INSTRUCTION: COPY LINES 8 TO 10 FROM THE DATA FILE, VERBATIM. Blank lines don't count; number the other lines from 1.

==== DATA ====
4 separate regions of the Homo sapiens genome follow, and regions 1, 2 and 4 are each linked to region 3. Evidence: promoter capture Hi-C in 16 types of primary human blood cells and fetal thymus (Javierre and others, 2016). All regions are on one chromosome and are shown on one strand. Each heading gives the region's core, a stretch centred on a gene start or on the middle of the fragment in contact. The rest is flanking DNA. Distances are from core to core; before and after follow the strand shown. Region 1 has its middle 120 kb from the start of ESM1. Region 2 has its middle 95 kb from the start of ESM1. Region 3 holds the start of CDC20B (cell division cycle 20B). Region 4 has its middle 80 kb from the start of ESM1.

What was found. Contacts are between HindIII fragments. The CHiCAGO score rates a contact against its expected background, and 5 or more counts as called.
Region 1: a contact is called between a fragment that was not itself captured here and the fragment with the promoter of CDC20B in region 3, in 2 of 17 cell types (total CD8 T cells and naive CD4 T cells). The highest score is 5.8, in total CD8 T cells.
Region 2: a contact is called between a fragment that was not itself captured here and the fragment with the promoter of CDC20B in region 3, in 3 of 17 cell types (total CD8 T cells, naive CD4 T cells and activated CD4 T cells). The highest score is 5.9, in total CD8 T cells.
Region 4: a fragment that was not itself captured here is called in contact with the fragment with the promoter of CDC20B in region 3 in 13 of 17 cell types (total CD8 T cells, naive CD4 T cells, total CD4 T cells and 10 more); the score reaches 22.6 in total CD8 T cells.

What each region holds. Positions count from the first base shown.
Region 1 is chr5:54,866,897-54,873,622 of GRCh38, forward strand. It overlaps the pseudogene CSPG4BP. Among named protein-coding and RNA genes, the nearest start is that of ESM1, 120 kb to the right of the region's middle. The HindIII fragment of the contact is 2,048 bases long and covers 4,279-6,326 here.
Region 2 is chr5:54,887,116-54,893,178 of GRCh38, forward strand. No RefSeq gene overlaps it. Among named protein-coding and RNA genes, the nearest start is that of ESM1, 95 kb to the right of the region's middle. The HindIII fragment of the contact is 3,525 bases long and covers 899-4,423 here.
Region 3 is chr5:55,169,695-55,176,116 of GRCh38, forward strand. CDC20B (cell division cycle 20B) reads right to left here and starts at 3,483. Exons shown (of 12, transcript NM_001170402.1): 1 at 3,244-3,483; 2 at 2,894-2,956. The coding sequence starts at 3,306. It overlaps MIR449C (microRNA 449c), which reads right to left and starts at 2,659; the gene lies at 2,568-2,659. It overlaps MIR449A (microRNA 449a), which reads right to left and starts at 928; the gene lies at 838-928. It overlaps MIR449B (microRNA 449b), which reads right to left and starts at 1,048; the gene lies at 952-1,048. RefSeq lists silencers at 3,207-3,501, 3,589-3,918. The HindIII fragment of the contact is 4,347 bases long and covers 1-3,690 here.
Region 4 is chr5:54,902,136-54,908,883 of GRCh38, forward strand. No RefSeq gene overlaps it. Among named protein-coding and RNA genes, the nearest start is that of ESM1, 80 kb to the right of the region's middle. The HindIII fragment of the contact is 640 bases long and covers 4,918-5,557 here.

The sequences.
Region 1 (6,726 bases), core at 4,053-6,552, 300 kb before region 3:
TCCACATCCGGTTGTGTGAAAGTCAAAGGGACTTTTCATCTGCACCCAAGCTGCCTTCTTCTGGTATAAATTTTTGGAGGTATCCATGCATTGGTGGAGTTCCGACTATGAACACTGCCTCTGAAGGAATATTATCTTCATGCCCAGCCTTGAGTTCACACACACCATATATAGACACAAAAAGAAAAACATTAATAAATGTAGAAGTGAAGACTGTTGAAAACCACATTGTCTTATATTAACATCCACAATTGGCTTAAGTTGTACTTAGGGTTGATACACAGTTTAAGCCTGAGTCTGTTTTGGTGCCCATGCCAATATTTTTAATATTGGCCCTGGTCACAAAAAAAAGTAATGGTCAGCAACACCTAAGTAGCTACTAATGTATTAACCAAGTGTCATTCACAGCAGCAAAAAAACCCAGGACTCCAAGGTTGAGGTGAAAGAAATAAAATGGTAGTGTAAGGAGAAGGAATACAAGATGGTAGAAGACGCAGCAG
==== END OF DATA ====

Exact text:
Region 2 is chr5:54,887,116-54,893,178 of GRCh38, forward strand. No RefSeq gene overlaps it. Among named protein-coding and RNA genes, the nearest start is that of ESM1, 95 kb to the right of the region's middle. The HindIII fragment of the contact is 3,525 bases long and covers 899-4,423 here.
Region 3 is chr5:55,169,695-55,176,116 of GRCh38, forward strand. CDC20B (cell division cycle 20B) reads right to left here and starts at 3,483. Exons shown (of 12, transcript NM_001170402.1): 1 at 3,244-3,483; 2 at 2,894-2,956. The coding sequence starts at 3,306. It overlaps MIR449C (microRNA 449c), which reads right to left and starts at 2,659; the gene lies at 2,568-2,659. It overlaps MIR449A (microRNA 449a), which reads right to left and starts at 928; the gene lies at 838-928. It overlaps MIR449B (microRNA 449b), which reads right to left and starts at 1,048; the gene lies at 952-1,048. RefSeq lists silencers at 3,207-3,501, 3,589-3,918. The HindIII fragment of the contact is 4,347 bases long and covers 1-3,690 here.
Region 4 is chr5:54,902,136-54,908,883 of GRCh38, forward strand. No RefSeq gene overlaps it. Among named protein-coding and RNA genes, the nearest start is that of ESM1, 80 kb to the right of the region's middle. The HindIII fragment of the contact is 640 bases long and covers 4,918-5,557 here.